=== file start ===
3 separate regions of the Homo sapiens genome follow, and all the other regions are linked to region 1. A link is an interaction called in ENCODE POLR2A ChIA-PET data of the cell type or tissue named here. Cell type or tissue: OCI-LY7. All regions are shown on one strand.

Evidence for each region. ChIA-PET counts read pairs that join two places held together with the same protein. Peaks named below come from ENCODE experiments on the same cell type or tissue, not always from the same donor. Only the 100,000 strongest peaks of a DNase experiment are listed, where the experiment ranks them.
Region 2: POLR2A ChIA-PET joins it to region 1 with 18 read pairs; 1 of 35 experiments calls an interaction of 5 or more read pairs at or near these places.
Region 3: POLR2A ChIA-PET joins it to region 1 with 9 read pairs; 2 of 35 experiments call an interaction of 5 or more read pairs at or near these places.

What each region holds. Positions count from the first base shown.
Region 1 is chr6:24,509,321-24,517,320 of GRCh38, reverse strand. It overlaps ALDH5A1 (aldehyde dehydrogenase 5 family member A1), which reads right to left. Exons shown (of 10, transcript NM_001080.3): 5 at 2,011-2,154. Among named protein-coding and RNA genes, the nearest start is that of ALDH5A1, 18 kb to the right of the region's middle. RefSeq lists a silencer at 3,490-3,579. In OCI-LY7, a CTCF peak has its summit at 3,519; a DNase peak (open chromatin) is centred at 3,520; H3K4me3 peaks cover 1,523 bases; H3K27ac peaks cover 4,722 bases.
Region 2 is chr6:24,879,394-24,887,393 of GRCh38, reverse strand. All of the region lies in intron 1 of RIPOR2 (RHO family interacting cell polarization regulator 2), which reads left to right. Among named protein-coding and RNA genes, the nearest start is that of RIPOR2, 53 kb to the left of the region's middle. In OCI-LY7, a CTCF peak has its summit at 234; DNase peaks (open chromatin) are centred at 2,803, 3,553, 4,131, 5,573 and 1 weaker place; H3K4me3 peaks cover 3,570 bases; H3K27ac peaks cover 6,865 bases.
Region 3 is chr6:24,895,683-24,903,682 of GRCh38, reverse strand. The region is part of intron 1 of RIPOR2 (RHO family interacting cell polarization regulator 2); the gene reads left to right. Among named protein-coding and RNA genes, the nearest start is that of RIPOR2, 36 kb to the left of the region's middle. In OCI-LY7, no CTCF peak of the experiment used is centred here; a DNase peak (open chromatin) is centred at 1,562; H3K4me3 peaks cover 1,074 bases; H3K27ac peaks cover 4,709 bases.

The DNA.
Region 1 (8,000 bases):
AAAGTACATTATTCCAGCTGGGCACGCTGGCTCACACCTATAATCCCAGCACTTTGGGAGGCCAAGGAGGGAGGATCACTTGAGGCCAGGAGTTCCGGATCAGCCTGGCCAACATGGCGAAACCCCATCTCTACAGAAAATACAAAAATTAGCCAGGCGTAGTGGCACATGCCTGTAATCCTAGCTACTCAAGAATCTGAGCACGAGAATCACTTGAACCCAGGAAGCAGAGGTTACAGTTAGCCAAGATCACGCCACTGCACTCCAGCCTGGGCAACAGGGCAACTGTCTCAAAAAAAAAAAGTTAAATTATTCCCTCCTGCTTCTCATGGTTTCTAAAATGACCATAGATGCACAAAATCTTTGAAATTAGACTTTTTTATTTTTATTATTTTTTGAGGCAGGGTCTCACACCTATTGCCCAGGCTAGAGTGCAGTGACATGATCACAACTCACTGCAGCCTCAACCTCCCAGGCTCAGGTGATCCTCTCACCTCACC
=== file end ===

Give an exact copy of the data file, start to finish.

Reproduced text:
3 separate regions of the Homo sapiens genome follow, and all the other regions are linked to region 1. A link is an interaction called in ENCODE POLR2A ChIA-PET data of the cell type or tissue named here. Cell type or tissue: OCI-LY7. All regions are shown on one strand.

Evidence for each region. ChIA-PET counts read pairs that join two places held together with the same protein. Peaks named below come from ENCODE experiments on the same cell type or tissue, not always from the same donor. Only the 100,000 strongest peaks of a DNase experiment are listed, where the experiment ranks them.
Region 2: POLR2A ChIA-PET joins it to region 1 with 18 read pairs; 1 of 35 experiments calls an interaction of 5 or more read pairs at or near these places.
Region 3: POLR2A ChIA-PET joins it to region 1 with 9 read pairs; 2 of 35 experiments call an interaction of 5 or more read pairs at or near these places.

What each region holds. Positions count from the first base shown.
Region 1 is chr6:24,509,321-24,517,320 of GRCh38, reverse strand. It overlaps ALDH5A1 (aldehyde dehydrogenase 5 family member A1), which reads right to left. Exons shown (of 10, transcript NM_001080.3): 5 at 2,011-2,154. Among named protein-coding and RNA genes, the nearest start is that of ALDH5A1, 18 kb to the right of the region's middle. RefSeq lists a silencer at 3,490-3,579. In OCI-LY7, a CTCF peak has its summit at 3,519; a DNase peak (open chromatin) is centred at 3,520; H3K4me3 peaks cover 1,523 bases; H3K27ac peaks cover 4,722 bases.
Region 2 is chr6:24,879,394-24,887,393 of GRCh38, reverse strand. All of the region lies in intron 1 of RIPOR2 (RHO family interacting cell polarization regulator 2), which reads left to right. Among named protein-coding and RNA genes, the nearest start is that of RIPOR2, 53 kb to the left of the region's middle. In OCI-LY7, a CTCF peak has its summit at 234; DNase peaks (open chromatin) are centred at 2,803, 3,553, 4,131, 5,573 and 1 weaker place; H3K4me3 peaks cover 3,570 bases; H3K27ac peaks cover 6,865 bases.
Region 3 is chr6:24,895,683-24,903,682 of GRCh38, reverse strand. The region is part of intron 1 of RIPOR2 (RHO family interacting cell polarization regulator 2); the gene reads left to right. Among named protein-coding and RNA genes, the nearest start is that of RIPOR2, 36 kb to the left of the region's middle. In OCI-LY7, no CTCF peak of the experiment used is centred here; a DNase peak (open chromatin) is centred at 1,562; H3K4me3 peaks cover 1,074 bases; H3K27ac peaks cover 4,709 bases.

The DNA.
Region 1 (8,000 bases):
AAAGTACATTATTCCAGCTGGGCACGCTGGCTCACACCTATAATCCCAGCACTTTGGGAGGCCAAGGAGGGAGGATCACTTGAGGCCAGGAGTTCCGGATCAGCCTGGCCAACATGGCGAAACCCCATCTCTACAGAAAATACAAAAATTAGCCAGGCGTAGTGGCACATGCCTGTAATCCTAGCTACTCAAGAATCTGAGCACGAGAATCACTTGAACCCAGGAAGCAGAGGTTACAGTTAGCCAAGATCACGCCACTGCACTCCAGCCTGGGCAACAGGGCAACTGTCTCAAAAAAAAAAAGTTAAATTATTCCCTCCTGCTTCTCATGGTTTCTAAAATGACCATAGATGCACAAAATCTTTGAAATTAGACTTTTTTATTTTTATTATTTTTTGAGGCAGGGTCTCACACCTATTGCCCAGGCTAGAGTGCAGTGACATGATCACAACTCACTGCAGCCTCAACCTCCCAGGCTCAGGTGATCCTCTCACCTCACC